The chart below shows a comparison of Gatorade vs Vitamin Water.
Adding hydrating, calorie-free vitamin drops to your water is an alternative to sports drinks and vitamin water.
Is Vitamin Water Actually Good For You?
In a nutshell, there are healthier alternatives to drinking vitamin water. Vitamin waters are packed with sugar and provide a very minimal amount of vitamins and nutrients compared to what the product label features. So, is drinking vitamin water good for you? Drinking vitamin water to keep your body hydrated is beneficial if you do not like drinking water. Consume full-sugar vitamin water products in moderation to avoid weight gain.
Does it Help When You're Sick?
To answer the question, “is vitamin water good for you when sick?” look at the ingredient label to determine how much of a vitamin or mineral the product contains. Many consumers go for a bottle containing zinc to boost the immune system. However, an average bottle of vitamin water with zinc contains only 3.75 mg of zinc. Doctors recommend taking 30-50 mg of zinc per day to fight cold and flu infections.
Does Vitamin Water Help With Weight Loss?
Vitamin water does not help with weight loss. Consuming full-sugar vitamin water regularly may lead to weight gain. Try sugar-free apple vinegar cider gummies or green tea to boost your metabolism and aid weight loss. However, nothing beats a healthy diet and regular exercise to lose weight!
What is Vitamin Water Zero Sweetened With?
Vitamin Water Zero is sweetened with erythritol and stevia. Erythritol is a sugar alcohol derived from fermented corn, whereas stevia extract comes from the leaves of the stevia plant. The product contains much higher levels of erythritol.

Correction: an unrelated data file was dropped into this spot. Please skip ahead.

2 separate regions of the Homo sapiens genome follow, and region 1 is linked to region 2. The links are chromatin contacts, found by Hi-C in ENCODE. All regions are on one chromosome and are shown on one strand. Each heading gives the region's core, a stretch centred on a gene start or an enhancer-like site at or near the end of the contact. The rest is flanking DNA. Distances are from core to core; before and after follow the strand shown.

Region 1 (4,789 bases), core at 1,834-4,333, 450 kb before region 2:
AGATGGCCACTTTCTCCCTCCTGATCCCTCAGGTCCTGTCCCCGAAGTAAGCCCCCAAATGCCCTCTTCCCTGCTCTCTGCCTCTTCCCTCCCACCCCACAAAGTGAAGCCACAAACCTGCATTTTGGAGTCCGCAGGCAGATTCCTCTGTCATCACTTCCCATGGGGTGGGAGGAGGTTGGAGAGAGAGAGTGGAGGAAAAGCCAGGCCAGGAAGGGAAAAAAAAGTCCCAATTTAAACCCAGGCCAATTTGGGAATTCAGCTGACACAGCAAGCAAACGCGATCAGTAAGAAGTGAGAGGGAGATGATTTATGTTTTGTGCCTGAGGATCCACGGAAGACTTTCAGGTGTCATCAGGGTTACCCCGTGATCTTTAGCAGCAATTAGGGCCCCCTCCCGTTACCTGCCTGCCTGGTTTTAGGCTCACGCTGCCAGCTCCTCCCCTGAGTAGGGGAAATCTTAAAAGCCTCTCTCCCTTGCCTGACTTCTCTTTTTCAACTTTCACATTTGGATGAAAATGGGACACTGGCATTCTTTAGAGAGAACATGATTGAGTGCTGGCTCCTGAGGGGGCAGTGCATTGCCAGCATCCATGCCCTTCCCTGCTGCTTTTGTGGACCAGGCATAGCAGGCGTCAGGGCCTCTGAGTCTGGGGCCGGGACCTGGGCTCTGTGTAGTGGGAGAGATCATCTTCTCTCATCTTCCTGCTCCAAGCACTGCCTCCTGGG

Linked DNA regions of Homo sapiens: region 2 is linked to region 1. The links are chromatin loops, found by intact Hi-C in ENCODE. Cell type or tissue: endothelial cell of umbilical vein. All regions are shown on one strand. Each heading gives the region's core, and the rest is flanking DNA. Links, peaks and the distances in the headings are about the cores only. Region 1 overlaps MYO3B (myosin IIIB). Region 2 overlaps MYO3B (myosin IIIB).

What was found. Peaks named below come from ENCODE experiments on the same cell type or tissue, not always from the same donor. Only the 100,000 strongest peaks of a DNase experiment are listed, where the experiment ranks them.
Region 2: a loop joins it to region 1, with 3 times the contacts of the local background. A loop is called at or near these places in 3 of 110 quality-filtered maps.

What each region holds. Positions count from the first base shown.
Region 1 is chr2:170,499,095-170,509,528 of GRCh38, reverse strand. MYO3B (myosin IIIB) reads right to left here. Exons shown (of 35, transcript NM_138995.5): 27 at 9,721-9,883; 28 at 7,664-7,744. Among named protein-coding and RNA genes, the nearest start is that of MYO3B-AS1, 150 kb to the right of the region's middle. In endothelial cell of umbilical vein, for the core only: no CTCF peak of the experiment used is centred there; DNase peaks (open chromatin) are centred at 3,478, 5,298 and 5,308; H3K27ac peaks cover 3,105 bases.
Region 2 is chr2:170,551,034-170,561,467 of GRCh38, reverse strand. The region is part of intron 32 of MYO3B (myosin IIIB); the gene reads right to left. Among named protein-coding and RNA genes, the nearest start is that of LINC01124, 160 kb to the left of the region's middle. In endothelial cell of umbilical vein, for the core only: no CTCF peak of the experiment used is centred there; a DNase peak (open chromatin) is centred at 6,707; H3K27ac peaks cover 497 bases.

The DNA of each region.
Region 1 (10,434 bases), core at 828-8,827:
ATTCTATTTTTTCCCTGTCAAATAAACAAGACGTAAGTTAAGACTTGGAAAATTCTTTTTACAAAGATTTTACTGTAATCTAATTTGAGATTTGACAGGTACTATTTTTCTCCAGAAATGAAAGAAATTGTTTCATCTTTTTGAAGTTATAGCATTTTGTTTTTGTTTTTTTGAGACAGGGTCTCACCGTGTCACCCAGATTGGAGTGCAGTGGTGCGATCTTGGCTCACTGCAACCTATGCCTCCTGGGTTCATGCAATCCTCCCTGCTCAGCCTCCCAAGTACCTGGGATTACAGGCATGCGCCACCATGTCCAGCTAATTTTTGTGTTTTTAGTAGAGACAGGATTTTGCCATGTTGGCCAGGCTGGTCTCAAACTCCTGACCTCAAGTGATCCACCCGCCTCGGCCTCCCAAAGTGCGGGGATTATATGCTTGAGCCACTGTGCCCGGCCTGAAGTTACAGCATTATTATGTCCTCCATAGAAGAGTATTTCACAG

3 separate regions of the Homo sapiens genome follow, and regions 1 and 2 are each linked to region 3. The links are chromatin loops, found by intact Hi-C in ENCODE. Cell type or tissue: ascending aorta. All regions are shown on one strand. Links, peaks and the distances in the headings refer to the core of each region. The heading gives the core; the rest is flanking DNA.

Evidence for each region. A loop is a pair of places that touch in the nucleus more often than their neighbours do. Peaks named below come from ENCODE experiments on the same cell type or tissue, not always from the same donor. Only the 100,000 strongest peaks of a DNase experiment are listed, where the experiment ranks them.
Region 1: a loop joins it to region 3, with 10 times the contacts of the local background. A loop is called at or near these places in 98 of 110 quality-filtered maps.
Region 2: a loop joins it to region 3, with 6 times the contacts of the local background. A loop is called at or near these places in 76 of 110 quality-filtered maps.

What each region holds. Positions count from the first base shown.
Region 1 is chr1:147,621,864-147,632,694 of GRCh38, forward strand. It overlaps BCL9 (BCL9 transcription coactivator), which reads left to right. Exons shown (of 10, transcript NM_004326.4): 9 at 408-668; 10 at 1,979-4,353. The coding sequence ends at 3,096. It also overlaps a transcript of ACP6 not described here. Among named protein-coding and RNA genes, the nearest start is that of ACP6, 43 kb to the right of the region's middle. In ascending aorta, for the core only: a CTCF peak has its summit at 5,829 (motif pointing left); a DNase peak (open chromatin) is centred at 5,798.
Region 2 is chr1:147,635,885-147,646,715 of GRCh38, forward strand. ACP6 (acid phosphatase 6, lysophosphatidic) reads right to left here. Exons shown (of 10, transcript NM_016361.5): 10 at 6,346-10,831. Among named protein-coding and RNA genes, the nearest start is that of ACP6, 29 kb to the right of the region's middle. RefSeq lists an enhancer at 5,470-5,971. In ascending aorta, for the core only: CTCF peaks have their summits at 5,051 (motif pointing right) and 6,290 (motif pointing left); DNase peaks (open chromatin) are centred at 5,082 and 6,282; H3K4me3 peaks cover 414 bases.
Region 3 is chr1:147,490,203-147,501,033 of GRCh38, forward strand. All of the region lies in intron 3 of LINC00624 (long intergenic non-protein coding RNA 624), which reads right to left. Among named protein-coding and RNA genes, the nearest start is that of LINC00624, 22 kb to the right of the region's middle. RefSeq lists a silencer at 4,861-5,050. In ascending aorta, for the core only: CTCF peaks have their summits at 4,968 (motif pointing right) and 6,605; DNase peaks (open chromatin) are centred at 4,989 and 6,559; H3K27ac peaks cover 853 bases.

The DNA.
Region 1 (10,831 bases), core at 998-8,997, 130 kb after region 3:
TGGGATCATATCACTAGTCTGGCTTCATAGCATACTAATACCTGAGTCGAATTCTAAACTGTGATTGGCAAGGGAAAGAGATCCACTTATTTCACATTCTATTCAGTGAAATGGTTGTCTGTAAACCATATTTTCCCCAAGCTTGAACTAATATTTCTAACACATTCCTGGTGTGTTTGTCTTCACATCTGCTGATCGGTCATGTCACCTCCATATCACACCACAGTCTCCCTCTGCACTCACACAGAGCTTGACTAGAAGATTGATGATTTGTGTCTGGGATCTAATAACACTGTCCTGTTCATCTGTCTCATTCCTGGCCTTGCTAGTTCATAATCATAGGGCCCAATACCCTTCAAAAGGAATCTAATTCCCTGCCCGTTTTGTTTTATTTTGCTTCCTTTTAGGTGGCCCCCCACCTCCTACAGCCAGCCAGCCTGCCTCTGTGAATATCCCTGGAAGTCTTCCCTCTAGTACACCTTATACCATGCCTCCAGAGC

How Many Vitamin Waters Can I Drink Per Day?
Vitamin water brands suggest consuming one or two bottles per day as needed. If you are consuming full-sugar vitamin water, limiting vitamin water to once or twice a week is better to avoid weight gain. Vitamin water should be consumed when you require hydration or are low on blood sugar. There are healthier ways to get essential vitamins, such as multivitamins and a healthy diet.
Can I Drink Vitamin Water When Pregnant?
The ingredients in vitamin water products are generally safe for consumption when you are pregnant. Doctors advise limiting sugar consumption and caffeine during pregnancy. If you are pregnant and want to drink vitamin water, choose a bottle with zero sugar and zero caffeine. Herbal teas like arnica tea, cerasee tea, and rooibos tea are better options for flavored drinks during pregnancy.
Is vitamin water really good for you?
Is vitamin water good for you when dehydrated? Yes. It will help you to restore hydration.
Is vitamin water good for you when you need a boost of sugar? Yes. It’s perfect for that!
Is vitamin water good for you to consume regularly? No! Not at all. Regular vitamin water products are loaded with sugar that is bad for your health and prevents weight loss. Zero-sugar vitamin water is a better alternative to full-sugar products, and plain water flavored with fruit is much healthier than store-bought bottled drinks.
If you want a delicious, nutritious beverage, try herbal tea; they have tons of health benefits too!